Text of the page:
set (Boost_USE_STATIC_LIBS OFF) # enable dynamic linking set (Boost_USE_MULTITHREAD ON) # enable multithreading find_package (Boost COMPONENTS REQUIRED chrono filesystem)
And finally, to get the libraries, you use the good old target_link_libraries() command:
target_link_libraries (my_target my_library another_library)

An alternative approach to using libraries is to use an external dependencies manager that can use CMake to configure and build projects.

Including sub-projects

Projects can have dependencies to other projects. CMake does not have the notion of a ‘solution’ — instead, it allows you to define dependencies between projects. Typically, you want to organize your multi-project workspace such that:

  • When opening the main project, the IDE shall open all the dependant projects as well.

  • All the settings of the main project shall be applied to the dependant projects automatically.

  • All the smart features (for example, refactoring, code completion, and so on) shall take effect in all the projects.

The above points can be achieved with proper configuration of the CMakeLists file. Essentially, you need to organize your projects as a tree of subdirectories with the top-level CMakeLists.txt file in the root directory. Then, each subdirectory of that tree shall represent a single sub-project and contain its own CMakeLists.txt file, which is then included to the main project in the top-level CMakeLists.txt file, as follows:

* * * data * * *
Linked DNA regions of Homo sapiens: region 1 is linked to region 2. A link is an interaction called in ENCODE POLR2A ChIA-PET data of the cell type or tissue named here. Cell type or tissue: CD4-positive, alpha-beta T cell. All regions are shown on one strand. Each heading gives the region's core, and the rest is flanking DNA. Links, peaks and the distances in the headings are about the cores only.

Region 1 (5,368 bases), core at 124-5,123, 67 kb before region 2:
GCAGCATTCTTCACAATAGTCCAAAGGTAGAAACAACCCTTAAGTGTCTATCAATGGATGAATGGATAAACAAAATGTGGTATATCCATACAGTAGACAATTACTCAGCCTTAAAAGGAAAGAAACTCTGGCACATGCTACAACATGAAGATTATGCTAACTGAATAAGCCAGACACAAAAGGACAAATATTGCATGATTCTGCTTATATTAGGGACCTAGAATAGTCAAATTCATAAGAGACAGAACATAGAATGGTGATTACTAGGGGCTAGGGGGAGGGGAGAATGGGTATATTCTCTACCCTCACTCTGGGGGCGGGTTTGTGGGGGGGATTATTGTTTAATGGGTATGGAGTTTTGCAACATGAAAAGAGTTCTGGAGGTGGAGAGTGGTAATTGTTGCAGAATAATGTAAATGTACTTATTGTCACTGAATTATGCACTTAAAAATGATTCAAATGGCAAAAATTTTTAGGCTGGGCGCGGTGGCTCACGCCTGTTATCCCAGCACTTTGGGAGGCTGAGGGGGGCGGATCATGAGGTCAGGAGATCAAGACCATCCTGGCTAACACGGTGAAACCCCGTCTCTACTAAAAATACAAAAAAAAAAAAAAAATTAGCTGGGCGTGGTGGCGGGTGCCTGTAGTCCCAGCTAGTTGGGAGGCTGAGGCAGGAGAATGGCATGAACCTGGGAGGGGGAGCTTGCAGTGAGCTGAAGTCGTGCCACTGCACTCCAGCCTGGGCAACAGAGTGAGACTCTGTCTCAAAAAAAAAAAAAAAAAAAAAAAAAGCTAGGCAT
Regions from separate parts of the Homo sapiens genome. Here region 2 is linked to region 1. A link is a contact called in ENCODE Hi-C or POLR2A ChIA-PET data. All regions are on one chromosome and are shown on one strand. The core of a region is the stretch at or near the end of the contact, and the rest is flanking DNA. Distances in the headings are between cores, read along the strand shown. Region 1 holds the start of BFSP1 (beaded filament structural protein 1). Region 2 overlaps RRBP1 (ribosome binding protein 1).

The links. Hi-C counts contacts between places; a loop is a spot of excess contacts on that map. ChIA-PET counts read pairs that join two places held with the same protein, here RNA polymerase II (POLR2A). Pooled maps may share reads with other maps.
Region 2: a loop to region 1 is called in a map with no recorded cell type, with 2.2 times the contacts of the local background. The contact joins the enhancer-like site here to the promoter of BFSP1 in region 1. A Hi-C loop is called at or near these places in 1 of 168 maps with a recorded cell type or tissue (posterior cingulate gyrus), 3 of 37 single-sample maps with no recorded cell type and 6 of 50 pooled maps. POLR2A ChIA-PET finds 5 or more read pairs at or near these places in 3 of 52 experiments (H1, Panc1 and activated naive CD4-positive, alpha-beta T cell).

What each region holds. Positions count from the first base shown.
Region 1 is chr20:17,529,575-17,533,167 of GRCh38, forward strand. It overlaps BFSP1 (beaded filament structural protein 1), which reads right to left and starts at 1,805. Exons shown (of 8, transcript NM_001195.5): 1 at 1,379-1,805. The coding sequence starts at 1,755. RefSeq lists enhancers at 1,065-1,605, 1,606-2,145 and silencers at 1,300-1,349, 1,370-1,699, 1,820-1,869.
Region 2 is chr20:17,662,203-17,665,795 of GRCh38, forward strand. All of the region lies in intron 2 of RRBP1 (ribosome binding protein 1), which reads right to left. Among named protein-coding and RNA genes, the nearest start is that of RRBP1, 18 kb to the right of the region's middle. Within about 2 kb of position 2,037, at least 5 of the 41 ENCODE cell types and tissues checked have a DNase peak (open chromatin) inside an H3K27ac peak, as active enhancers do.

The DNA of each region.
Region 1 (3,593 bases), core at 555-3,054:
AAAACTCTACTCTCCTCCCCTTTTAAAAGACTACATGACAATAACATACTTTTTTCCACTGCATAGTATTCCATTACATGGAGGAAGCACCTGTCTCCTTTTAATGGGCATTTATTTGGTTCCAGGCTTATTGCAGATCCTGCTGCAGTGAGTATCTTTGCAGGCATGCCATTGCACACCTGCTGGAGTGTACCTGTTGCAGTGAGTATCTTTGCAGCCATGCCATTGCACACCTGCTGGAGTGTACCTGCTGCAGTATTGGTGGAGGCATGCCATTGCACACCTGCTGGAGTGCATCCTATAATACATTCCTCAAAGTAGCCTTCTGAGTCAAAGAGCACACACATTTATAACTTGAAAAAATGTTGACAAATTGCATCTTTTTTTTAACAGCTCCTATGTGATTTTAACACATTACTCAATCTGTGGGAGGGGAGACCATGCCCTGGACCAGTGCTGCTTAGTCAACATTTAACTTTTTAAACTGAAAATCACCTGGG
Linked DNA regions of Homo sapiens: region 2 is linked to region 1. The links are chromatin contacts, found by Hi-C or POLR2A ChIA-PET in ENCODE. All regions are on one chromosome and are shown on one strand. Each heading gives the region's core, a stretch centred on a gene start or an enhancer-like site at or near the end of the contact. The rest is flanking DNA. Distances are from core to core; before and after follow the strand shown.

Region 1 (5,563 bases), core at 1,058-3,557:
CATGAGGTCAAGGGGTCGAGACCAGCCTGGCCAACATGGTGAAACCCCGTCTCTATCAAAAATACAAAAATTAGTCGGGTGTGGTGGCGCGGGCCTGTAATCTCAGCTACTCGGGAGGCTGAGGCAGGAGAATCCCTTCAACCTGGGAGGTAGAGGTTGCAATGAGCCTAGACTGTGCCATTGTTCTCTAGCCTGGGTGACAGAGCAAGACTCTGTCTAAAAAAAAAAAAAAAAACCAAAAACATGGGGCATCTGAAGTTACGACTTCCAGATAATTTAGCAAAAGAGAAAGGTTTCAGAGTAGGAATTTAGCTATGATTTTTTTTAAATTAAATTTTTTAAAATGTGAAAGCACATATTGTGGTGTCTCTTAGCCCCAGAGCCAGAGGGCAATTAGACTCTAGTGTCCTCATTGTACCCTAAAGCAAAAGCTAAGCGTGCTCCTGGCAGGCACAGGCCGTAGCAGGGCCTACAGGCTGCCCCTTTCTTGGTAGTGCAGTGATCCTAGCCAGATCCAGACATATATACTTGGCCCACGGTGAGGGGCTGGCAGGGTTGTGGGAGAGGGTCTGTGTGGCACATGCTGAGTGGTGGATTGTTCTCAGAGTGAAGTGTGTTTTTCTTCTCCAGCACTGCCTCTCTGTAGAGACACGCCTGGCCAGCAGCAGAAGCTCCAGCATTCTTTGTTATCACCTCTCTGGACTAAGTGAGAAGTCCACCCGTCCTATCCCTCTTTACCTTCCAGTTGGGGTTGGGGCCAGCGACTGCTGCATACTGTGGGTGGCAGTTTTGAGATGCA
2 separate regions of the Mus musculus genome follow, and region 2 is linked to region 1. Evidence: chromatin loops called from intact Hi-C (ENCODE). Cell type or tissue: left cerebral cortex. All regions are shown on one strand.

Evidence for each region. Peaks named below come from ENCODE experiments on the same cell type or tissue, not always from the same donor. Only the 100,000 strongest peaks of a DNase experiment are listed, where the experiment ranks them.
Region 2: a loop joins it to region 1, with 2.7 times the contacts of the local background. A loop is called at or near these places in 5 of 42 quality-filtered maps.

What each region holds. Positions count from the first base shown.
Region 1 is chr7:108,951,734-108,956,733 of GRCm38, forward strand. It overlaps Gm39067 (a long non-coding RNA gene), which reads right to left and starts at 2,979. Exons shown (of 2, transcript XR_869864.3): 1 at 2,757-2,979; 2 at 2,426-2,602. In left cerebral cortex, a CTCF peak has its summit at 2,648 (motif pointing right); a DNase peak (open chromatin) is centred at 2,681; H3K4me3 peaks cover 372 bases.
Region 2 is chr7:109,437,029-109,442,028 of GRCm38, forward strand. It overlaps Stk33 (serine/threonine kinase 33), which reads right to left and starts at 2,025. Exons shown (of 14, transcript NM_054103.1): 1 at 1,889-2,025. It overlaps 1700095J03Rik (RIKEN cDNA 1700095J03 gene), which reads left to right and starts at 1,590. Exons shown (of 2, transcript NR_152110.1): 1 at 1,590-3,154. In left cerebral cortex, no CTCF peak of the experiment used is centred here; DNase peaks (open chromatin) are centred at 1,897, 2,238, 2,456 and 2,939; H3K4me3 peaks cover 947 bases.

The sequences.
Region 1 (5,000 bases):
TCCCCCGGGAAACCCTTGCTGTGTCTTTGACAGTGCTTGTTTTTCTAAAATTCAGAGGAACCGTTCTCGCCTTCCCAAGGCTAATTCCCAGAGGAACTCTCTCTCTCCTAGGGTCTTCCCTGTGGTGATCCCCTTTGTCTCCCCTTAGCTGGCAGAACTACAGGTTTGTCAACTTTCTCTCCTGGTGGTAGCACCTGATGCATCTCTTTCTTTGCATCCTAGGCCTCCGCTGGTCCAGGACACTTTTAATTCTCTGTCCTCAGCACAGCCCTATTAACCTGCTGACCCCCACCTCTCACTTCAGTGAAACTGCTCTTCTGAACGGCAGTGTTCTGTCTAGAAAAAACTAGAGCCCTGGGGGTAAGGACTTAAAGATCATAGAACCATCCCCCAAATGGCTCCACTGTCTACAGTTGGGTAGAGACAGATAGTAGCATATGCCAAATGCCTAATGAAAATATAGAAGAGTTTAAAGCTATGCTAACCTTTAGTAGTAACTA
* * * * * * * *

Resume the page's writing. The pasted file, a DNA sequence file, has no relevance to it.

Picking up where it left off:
add_subdirectory (project1) # including project1 into the main project add_subdirectory (project2) # including project2 into the main project

CMake Cache

When you run CMake for the first time, what it will do is assemble the so-called CMake cache, collecting the variables and settings found in the system and storing them so it doesn’t have to regenerate them later on. In most cases, you should not worry about this cache, but if you want to fine-tune it, you can. Locate the CMakeCache.txt file and open it in the Editor.

If you’ve changed values, be sure to reset the CMake cache and reload your project so that your changes are actually internalized by CLion.

Last modified: 5 April 2019

See Also